Kindred: Terrifying and Awkward Families

Cover of KindredTitle: Kindred

Author: Octavia Butler

Publication Date: 1979

LC Call Number: PS3552.U827

Kindred is a book I would have liked to spend more time mulling over, thinking about it carefully and teasing out the implications and writing a really thoughtful and interesting post, maybe a couple posts. It’s a great book.  But  it has a short loan period and, basically, circumstances prevent.  Let’s see what I can do here.

It’s a science fiction novel (Butler calls it “dark fantasy” but all the critics talk about it in terms of science fiction, so….) about involuntary time travel.  As she is moving into a new house with her husband in 1976, Dana is transported to another place where she must save a boy from drowning. That done, she returns, but she keeps being pulled back. Eventually, she realizes that he lives in the early nineteenth century, in Maryland, and is an ancestor of hers. This is terrifying, because she is a black woman.  Her task in being pulled back is always to save Rufus, the aforementioned white boy, which means that she returns to him at various points in his life, and we see how he’s shaped by his culture.  Dana, too, is changed by her contact with an earlier time, and is aware of herself becoming used to it in a way that disturbs her.

It’s certainly possible to read this as a way of using time travel to comment on the genre of the slave narrative, or the role of  history in making people who they are, but to me it seemed immediately to be about the conceit of time travel itself.  It’s an idea that has often been used for various purposes in science fiction; sometimes it’s enforced visits and sometimes merely time tourism, but the time traveler usually enjoys a certain sense of immunity which one doesn’t notice until reading something like this. Butler doesn’t mention that Dana is black until the point at which it becomes relevant, which makes it even more clear that time travel, like other kinds of travel, is often publicly imagined as facilitated by privilege, like other kinds of travel, I suppose.  Dana and her husband Kevin, a white man, discuss this obliquely.  Brought back with her to the nineteenth century, he laments:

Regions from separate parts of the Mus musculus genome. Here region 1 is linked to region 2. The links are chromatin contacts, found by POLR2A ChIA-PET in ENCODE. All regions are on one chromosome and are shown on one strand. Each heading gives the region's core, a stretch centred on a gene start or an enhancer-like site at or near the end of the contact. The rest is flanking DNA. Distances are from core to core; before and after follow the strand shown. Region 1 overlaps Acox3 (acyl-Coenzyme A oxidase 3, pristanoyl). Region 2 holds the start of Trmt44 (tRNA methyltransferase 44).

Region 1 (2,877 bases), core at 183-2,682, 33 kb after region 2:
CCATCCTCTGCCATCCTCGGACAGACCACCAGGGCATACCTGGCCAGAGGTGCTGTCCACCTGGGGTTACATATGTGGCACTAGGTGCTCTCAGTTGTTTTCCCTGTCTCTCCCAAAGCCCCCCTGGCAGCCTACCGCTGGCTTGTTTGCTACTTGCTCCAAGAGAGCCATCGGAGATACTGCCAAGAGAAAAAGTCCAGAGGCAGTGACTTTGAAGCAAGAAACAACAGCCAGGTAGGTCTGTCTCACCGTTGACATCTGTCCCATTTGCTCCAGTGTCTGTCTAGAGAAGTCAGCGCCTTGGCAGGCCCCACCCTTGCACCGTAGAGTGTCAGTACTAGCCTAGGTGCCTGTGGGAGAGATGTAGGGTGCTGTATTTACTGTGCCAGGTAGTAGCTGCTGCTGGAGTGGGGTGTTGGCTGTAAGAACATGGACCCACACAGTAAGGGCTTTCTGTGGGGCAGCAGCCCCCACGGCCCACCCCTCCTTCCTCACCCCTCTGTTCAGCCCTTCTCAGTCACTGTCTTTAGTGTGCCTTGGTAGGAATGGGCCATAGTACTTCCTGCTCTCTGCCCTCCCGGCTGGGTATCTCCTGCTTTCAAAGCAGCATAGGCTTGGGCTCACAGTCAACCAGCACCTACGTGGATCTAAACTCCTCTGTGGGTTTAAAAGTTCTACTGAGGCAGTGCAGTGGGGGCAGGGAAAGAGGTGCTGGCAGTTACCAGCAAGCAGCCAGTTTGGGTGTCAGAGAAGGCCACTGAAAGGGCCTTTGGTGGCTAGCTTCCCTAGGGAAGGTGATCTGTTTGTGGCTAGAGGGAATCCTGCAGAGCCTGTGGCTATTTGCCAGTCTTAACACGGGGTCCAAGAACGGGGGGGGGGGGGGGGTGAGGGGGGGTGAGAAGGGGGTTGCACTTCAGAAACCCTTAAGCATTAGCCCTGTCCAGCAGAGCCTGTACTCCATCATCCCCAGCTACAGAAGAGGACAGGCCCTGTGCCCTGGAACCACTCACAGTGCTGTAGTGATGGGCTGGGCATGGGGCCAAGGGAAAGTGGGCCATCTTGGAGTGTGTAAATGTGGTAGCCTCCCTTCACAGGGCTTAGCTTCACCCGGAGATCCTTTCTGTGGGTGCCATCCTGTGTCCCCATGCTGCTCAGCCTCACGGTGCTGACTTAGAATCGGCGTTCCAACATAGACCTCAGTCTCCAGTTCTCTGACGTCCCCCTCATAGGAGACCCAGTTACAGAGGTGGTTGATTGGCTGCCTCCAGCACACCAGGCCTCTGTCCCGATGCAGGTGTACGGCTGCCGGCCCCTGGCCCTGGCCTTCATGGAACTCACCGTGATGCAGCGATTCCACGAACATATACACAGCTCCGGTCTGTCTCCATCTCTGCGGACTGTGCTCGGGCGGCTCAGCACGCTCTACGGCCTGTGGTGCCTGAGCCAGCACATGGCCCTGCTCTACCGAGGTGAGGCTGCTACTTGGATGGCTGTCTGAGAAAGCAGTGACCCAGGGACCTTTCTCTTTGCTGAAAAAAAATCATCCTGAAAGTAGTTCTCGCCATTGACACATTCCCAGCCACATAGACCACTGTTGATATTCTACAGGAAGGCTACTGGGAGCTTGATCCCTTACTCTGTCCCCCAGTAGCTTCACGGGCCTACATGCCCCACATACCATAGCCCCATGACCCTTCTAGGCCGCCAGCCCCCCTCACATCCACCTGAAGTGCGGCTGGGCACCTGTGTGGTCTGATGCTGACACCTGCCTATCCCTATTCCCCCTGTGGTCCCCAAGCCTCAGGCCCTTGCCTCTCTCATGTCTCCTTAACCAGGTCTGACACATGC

“There are so many really fascinating times we could have gone back to visit.”
I laughed, without humor. “I can’t think of any time I’d like to go back to. But of all of them, this must be one of the most dangerous—for me anyway.”

In general, Kevin is more interested in history than Dana is, but it’s obviously more than that. This is a very understated acknowledgment that there isn’t, particularly, a golden age for black women, or even a time in which she would feel safe. I’ve seldom seen stories about time travel address the issue of travelers who visit a time of (greater than current) oppression for them personally, and so suddenly you are thinking about science fiction and fantasy and their assumptions about who can do what and go where.  Most stories avoid thinking about this sort of thing entirely by making their protagonists conveniently privileged.  Butler does not dodge in this way.

This isn’t good for Dana, of course.  She is brought face to face with the realities of slavery, first as a bystander, later as a more interested party, and eventually as a slave with ambiguous status.  She comes in as a person of modern sensibilities. Early in the book, she sees a man being whipped and is sickened and terrified, realizing that this is very different from the depictions she’s seen in movies. She’s shocked that people call her—well, what you’d think they’d call her—and it takes her a long time to realize that people are upset and confused about the fact that she wears pants.  Her education and the way that she speaks set her apart, but are no protection, and often a liability.  She addresses Rufus in a straightforward, direct way, and often gets away with it, because he understands (sort of) who she is, but she is quickly taught other ways, both by the slaves and the white people—to keep her eyes down and to speak respectfully.  Fitting in to the social milieu is a problem for her, and a problem with potentially violent consequences, but the social invalidation of her personhood is also a problem. One stems from the other, and while she can’t easily perform the social status expected of her, she also cannot reject it, because none of the things that make her different—her knowledge of medicine, her literacy, her strange appearances and disappearances, her link to Rufus—can permanently override her race.  Ultimately, she is disturbed to find out how easily she falls into this unfree life, and a little disgusted with herself and her own compliance with the slaveholders in many things, small and large.